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Anteris Technologies to Present Key Data at TCT this Month

Anteris Technologies (AVR: $21.50) presented at the inaugural E&P Healthcare conference this week.

CEO Wayne Paterson believes that the technical risk for the company's novel aortic valve, the DurAVR 3D, has been significantly diminished, down to only 5%-10% following successful implantation into 13 patients. The remaining risk for the company relates primarily to execution.

Anteris is developing a single piece aortic valve that is implanted via catheter, rather than open-chest surgery.


Anteris Technologies (AVR: $21.50) presented at the inaugural E&P Healthcare conference this week.

CEO Wayne Paterson believes that the technical risk for the company's novel aortic valve, the DurAVR 3D, has been significantly diminished, down to only 5%-10% following successful implantation into 13 patients. The remaining risk for the company relates primarily to execution.

Anteris is developing a single piece aortic valve that is implanted via catheter, rather than open-chest surgery.

Market Size and Dynamics
There has been a move to implant aortic valves via a less invasive procedure via a catheter (TAVR) compared to open chest surgery (SAVR). In 2019 there were 72,991 TAVR procedures in the US, which for the first time exceed the number of aortic valves implanted by open chest surgery (57,626) (source: Diagnostic and Interventional Cardiology, November 2020). At a price of US$35,000 per device in the US (around US$20,000 outside of the US), this places the market at US$2.6 billion in the US, or US$4.6 billion including valves implanted using either procedure.

Anteris anticipates that the market for TAVR delivered aortic valves to grow to US$9 billion in the US in 2028 and US$5 billion outside the US. The TAVR market is dominated by two products, the Sapien 3 and the CoreValve from Edwards Lifesciences (64% market share) and Medtronic (31% market share) respectively.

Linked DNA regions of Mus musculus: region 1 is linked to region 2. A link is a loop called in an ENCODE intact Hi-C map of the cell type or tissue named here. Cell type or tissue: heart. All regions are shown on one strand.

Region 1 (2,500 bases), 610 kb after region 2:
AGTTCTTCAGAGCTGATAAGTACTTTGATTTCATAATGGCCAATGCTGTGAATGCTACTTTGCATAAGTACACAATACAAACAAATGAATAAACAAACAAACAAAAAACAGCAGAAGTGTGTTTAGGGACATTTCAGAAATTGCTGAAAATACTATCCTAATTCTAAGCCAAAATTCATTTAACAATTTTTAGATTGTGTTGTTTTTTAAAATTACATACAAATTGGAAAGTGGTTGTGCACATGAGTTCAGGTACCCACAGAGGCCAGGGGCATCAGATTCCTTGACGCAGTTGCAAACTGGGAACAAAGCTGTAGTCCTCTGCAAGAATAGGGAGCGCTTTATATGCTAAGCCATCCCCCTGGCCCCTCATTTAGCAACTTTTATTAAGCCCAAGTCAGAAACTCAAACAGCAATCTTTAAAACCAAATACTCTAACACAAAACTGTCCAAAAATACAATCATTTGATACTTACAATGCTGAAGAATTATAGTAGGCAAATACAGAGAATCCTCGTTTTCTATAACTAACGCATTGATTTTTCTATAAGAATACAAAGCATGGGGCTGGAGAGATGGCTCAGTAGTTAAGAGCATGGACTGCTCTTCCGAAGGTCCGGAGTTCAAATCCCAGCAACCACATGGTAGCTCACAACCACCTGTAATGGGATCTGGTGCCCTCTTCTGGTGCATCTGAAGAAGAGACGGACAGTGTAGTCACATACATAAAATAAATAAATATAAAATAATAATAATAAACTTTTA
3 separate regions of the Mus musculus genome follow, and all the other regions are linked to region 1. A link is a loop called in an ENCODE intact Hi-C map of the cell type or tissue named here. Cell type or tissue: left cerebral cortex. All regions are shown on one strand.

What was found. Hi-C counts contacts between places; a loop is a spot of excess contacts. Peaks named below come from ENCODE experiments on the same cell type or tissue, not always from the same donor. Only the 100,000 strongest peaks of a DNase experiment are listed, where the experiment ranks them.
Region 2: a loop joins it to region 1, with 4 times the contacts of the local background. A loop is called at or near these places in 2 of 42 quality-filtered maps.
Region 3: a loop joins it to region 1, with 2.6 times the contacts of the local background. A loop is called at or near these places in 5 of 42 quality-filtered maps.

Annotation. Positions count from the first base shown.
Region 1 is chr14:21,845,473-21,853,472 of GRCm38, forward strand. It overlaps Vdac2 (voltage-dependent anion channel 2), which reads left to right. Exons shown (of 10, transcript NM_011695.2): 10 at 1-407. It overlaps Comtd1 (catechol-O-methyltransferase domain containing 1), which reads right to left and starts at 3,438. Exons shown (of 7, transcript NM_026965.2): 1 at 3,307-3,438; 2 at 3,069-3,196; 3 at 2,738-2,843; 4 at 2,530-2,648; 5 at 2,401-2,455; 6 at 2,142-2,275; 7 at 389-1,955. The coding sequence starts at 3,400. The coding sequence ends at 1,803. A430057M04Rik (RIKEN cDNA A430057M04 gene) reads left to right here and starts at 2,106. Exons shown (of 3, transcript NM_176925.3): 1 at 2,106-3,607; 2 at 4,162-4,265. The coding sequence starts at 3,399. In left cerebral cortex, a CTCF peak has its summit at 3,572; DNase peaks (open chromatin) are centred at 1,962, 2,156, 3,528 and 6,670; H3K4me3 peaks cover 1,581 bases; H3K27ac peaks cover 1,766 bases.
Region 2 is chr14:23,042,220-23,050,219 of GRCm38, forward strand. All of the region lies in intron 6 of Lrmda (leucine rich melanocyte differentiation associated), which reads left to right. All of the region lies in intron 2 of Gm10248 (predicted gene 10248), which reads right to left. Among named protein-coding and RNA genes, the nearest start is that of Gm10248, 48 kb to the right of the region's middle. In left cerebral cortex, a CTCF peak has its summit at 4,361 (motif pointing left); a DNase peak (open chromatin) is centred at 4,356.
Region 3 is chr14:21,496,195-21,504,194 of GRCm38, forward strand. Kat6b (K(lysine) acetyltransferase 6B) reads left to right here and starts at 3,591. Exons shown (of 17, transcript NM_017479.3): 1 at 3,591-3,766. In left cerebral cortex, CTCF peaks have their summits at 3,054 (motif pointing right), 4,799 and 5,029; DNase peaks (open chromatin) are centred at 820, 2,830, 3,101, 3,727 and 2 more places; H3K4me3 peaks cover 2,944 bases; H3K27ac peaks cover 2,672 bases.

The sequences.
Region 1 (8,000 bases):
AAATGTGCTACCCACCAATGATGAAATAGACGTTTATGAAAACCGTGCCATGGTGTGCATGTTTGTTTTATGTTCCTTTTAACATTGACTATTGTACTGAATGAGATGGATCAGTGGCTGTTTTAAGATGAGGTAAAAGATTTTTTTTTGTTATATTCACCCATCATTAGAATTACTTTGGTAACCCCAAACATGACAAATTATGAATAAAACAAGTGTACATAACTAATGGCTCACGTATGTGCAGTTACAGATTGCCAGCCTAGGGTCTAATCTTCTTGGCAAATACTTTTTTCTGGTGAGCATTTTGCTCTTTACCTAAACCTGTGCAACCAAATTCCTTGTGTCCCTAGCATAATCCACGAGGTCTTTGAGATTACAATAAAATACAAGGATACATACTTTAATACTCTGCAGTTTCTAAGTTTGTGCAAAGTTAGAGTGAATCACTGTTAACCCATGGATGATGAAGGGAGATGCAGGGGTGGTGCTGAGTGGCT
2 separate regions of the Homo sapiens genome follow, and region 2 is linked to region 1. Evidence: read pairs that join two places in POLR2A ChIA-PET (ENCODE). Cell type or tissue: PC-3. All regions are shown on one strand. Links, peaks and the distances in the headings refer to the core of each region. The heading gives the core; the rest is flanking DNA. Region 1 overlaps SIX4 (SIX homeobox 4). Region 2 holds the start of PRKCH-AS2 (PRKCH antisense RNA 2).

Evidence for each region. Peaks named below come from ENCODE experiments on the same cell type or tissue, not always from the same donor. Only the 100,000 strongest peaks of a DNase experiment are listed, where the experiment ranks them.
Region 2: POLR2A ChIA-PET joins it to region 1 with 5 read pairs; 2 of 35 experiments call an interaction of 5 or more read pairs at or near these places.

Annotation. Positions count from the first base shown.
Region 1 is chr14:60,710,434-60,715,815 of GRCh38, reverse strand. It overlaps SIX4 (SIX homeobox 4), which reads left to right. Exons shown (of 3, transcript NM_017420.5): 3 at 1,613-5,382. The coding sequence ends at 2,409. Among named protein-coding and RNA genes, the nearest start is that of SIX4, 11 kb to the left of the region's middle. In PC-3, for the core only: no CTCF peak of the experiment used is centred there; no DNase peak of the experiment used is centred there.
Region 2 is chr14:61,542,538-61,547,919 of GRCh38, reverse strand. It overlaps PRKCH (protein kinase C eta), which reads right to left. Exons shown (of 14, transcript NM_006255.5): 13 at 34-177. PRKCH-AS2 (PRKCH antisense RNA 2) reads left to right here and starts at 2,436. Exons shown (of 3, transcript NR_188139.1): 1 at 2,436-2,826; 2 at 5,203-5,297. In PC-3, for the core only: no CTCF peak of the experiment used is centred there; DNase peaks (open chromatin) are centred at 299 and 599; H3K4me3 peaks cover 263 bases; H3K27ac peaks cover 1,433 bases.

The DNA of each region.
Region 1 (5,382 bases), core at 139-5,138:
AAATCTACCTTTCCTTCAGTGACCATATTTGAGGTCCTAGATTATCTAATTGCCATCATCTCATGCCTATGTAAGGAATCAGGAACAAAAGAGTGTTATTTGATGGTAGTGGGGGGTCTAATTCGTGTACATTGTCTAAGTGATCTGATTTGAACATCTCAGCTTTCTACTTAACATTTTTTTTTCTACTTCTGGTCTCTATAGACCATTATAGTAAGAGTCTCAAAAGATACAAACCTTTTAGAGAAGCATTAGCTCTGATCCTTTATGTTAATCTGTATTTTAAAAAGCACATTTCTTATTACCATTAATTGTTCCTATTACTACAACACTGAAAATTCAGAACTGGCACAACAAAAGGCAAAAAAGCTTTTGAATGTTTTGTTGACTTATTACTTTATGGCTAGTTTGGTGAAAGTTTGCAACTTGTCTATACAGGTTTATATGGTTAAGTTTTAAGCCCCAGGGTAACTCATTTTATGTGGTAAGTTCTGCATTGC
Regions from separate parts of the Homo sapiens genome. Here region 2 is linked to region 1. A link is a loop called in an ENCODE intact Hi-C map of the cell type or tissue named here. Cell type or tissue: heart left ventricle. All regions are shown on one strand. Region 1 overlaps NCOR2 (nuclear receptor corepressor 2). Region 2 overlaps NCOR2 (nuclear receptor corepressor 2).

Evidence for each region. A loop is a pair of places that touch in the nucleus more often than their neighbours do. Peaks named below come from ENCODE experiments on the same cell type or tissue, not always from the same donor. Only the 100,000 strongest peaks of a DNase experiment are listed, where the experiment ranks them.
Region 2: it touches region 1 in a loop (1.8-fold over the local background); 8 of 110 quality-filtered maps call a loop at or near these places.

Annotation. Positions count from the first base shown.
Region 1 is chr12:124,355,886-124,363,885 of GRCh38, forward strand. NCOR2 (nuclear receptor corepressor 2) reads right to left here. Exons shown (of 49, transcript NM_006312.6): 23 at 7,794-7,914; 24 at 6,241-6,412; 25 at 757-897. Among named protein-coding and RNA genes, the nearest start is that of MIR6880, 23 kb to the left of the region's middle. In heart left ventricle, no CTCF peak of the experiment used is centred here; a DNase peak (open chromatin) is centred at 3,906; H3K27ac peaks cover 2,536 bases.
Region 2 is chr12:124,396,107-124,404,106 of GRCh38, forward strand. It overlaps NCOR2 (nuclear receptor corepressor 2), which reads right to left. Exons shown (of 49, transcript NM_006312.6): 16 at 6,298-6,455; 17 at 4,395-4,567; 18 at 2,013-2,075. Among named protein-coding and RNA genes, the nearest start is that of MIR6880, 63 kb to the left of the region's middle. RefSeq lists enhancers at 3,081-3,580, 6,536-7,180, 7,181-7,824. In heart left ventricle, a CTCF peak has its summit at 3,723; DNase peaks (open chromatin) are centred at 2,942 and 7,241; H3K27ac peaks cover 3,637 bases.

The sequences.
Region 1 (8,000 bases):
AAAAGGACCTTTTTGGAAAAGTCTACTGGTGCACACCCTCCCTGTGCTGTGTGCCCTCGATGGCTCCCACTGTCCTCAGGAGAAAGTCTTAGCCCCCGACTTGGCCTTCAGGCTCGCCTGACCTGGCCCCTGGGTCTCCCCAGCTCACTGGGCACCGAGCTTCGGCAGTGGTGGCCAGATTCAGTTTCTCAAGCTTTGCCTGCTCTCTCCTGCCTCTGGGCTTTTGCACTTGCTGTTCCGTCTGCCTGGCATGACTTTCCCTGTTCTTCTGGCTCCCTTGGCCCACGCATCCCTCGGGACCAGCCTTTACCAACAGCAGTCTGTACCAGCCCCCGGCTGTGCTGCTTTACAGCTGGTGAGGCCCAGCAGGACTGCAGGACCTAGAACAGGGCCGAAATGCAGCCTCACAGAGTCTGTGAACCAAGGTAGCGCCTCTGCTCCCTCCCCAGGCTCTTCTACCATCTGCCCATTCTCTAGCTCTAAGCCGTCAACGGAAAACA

Paterson believes the Anteris device can achieve a market penetration of between 30%-40% that could generate annual sales of between US$3 -5 billion.

Competitive Advantages
Anteris' valve has several advantages over the incumbent products. The effective orifice area it achieves is significantly larger than both competitors' valves, and it reduces the pressure more that the Sapien 3 and CoreValve. Paterson said that the company's device is 50% better than the competition.

Its valve is only a single piece, whereby the competing valves are sown together using three pieces. The Anteris valve uses the proprietary ADAPT treatment process developed in Australia. From heart tissue repairs in children, the ADAPT treated tissue has shown resistance to calcification for 10 years. The company says it has the best anti-calcification treatment in the world.

Paterson said that the competing valves still leave the patients with mild stenosis after implant where the Anteris valve returns the patient to a healthy state with a mean pressure gradient across the valve of 5-10 mmHg.

The Anteris valve closes by pivoting at the base rather than at the top of the valve, which is one of the reasons that better closing can be achieved. Paterson said that aortic valves need to be anatomically correct. The DurAVR 3D was designed as a valve first and is the only valve that delivers perfect laminar flow through the aorta.

In August 2019 the FDA approved TAVR procedures for low-risk patients. Many of these are younger patients. However young patients are expected to live longer and so require a more durable, longer-lasting valve. There are obvious advantages of implanting the device through a catheter, with up to eight weeks recovery from open chest surgery which is also limited to younger patients.

These devices are tested in a laboratory under an 'accelerated wear test'. Each valve is required to last a minimum 200 million cycles. Paterson said that competing valves start to wear out around 300-400 million cycles, where the Anteris valve lasts for between 750-800 million cycles. The Anteris valve has shown to operate for 15 years under simulated wear testing.

Presentation of Data
At the TCT conference to be held later this month in Boston, it is expected that data will be presented on the Anteris aortic heart valve which will compare its performance with aortic valves implanted using surgical (open-chest) procedures. This should be highly significant for the company.